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2018 - MPSA Annual Conference Words: 31 words || 
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1. Remmel, Megan. "The Reliability of Self-Reported Personality Responses in Political Elites Using Second-Hand Reports to Investigate the Utility of State Legislators’ Self-Reported Personality Inventories" Paper presented at the annual meeting of the MPSA Annual Conference, Palmer House Hilton, Chicago, IL, Apr 05, 2018 <Not Available>. 2019-06-16 <http://citation.allacademic.com/meta/p1347480_index.html>
Publication Type: Conference Paper/Unpublished Manuscript
Review Method: Peer Reviewed
Abstract: I investigate the validity and reliability of employing personality inventories completed by state legislators. I compare personality inventories completed by state legislators with reports from their spouses, children, friends, and coworkers.

2006 - American Sociological Association Pages: 21 pages || Words: 6454 words || 
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2. Welsh, Sandy. and Baker, Jayne. "To Report or Not? Legal Consciousness and Women's Decisions to Report Sexual Harassment" Paper presented at the annual meeting of the American Sociological Association, Montreal Convention Center, Montreal, Quebec, Canada, Aug 11, 2006 Online <PDF>. 2019-06-16 <http://citation.allacademic.com/meta/p103411_index.html>
Publication Type: Conference Paper/Unpublished Manuscript
Abstract: Current research has established that what individual workers define as sexual harassment is influenced by a number of factors including workplace culture, race, and citizenship status (Dellinger and Williams 2002, Welsh et al. 2006). Less clear is what these contextualized understandings mean for women’s decision to report their workplace harassment experiences. We build on previous work to examine how women’s understanding of their ability to report, as well as their decision to report, are affected by the intersection of race and citizenship status. Relying on recent work in legal consciousness, we demonstrate the variability in women’s legal consciousness around sexual harassment as well as in their belief that the law can help them We use data from twelve focus groups and seventeen interviews of Canadian women (N=67) in our analysis. White women with full citizenship rights fit most closely in either the before the law or with the law categories of legal consciousness. The against the law category of legal consciousness is populated predominately by the women of colour and women without full citizenship rights. By using Ewick and Silbey’s three categories of legal consciousness to frame our analysis, the importance of considering intersectionality as closely connected to women’s experiences of harassment and the decision to report is evident.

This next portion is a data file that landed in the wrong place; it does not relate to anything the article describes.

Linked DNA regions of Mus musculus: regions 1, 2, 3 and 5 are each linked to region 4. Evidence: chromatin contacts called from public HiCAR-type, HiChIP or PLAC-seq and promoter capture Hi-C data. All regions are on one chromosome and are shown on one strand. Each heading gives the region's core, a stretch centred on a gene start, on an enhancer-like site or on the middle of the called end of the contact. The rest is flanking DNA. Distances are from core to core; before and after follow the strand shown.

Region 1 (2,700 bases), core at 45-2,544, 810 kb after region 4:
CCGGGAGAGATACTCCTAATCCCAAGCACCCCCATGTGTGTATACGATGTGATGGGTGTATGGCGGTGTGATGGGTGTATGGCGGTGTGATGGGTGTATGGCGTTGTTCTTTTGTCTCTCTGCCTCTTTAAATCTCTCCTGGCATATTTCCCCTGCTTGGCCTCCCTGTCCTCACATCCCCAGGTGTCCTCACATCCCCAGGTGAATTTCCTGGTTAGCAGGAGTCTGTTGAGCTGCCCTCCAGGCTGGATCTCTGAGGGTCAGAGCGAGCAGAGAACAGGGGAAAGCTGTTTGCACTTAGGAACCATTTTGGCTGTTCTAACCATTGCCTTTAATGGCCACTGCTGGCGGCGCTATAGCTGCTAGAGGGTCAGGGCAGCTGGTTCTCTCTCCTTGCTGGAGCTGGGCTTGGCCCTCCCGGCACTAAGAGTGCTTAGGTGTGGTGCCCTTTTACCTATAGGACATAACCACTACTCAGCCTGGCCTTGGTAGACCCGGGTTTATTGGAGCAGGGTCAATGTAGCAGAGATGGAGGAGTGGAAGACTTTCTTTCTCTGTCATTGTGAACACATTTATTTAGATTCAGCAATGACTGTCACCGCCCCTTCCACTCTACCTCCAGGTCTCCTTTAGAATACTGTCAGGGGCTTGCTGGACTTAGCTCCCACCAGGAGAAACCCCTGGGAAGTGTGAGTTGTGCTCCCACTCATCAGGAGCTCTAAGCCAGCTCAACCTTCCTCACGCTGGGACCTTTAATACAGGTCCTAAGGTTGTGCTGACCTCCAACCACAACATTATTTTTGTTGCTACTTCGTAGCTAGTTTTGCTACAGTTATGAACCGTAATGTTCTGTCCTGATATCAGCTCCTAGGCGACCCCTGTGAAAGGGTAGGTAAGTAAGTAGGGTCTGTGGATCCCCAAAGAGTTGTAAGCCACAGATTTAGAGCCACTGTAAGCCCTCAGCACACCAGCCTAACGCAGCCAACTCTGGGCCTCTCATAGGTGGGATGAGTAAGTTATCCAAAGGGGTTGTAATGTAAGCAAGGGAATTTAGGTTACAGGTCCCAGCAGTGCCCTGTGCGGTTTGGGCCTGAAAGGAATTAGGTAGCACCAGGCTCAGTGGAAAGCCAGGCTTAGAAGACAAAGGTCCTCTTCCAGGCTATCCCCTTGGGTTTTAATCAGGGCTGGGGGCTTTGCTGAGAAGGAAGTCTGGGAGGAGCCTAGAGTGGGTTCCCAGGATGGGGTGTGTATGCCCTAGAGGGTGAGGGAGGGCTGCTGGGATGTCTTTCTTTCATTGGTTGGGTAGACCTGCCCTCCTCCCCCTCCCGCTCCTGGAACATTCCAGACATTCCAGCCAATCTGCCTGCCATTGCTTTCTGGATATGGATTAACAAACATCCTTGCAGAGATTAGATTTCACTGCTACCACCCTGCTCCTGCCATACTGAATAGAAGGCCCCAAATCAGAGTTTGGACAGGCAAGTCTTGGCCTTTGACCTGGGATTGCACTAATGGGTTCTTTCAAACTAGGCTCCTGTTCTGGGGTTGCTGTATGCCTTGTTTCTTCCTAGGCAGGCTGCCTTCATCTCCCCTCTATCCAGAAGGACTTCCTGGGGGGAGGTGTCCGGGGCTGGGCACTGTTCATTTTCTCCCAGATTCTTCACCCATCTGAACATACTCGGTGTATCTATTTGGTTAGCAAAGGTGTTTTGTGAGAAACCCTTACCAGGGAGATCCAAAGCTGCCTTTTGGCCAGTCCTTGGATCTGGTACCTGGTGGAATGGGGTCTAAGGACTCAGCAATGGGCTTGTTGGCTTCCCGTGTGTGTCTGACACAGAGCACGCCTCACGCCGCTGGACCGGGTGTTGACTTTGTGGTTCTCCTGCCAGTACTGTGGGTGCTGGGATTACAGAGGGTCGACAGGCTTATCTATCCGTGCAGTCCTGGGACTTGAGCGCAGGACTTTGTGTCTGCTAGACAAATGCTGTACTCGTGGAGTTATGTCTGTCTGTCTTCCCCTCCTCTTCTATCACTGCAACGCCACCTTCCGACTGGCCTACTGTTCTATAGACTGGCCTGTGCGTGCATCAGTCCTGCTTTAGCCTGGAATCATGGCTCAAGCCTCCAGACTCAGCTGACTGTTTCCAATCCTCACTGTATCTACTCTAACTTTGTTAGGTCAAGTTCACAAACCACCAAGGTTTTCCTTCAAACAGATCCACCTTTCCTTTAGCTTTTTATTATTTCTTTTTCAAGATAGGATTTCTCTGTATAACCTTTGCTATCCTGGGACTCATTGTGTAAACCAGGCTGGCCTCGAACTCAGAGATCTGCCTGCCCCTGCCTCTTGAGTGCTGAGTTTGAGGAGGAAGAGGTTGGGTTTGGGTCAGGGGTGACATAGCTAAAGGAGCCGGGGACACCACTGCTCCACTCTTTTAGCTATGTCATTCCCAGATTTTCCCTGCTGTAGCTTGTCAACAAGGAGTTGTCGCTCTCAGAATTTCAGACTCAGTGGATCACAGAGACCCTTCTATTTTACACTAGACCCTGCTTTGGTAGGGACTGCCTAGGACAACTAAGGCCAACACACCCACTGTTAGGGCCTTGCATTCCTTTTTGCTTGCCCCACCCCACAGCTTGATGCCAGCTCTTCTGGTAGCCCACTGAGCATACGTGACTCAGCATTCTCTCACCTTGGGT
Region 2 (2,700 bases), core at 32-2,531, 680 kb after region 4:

2009 - Midwest Political Science Association 67th Annual National Conference Words: 95 words || 
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3. Huang, Haifeng. "To Report or Not to Report: Local Corruption and Protests in Autocracies" Paper presented at the annual meeting of the Midwest Political Science Association 67th Annual National Conference, The Palmer House Hilton, Chicago, IL, <Not Available>. 2019-06-16 <http://citation.allacademic.com/meta/p363562_index.html>
Publication Type: Conference Paper/Unpublished Manuscript
Abstract: Media reports about social unrest are usually deemed to be dangerous for authoritarian regimes, as such reports may incite more unrest through the snowballing effect and lead to protest cascades. We show that such reasoning is incomplete if social protests are targeted at local governments. Allowing_x000d_news media the freedom to report on social protests will increase the incidence of protests, but will also force local officials to reduce corruption to such an extent that it brings a net benefit to the central_x000d_ruler, especially if the central ruler has a strong capacity to punish local officials.

2009 - NCA 95th Annual Convention Pages: unavailable || Words: 6443 words || 
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4. Tsui, Yuen Sze. "Discursive Construction of Hong Kong Reporters’ Identities: A Study of Hong Kong Reporters Narrating Working Experience in China" Paper presented at the annual meeting of the NCA 95th Annual Convention, Chicago Hilton & Towers, Chicago, IL, Nov 11, 2009 Online <PDF>. 2019-06-16 <http://citation.allacademic.com/meta/p329208_index.html>
Publication Type: Conference Paper/Unpublished Manuscript
Review Method: Peer Reviewed
Abstract: This paper answers how and why people construct themselves as Hong Kong reporters when reporting in Beijing, and the construction of identity interplay with the state, space, and place. This study finds that the construction of identities is triggered by contrasting their difference from the Mainland reporters, and press freedom is the central value for them. The study shows the effort Hong Kong reporters paid to enforce and defend their values under the state power.

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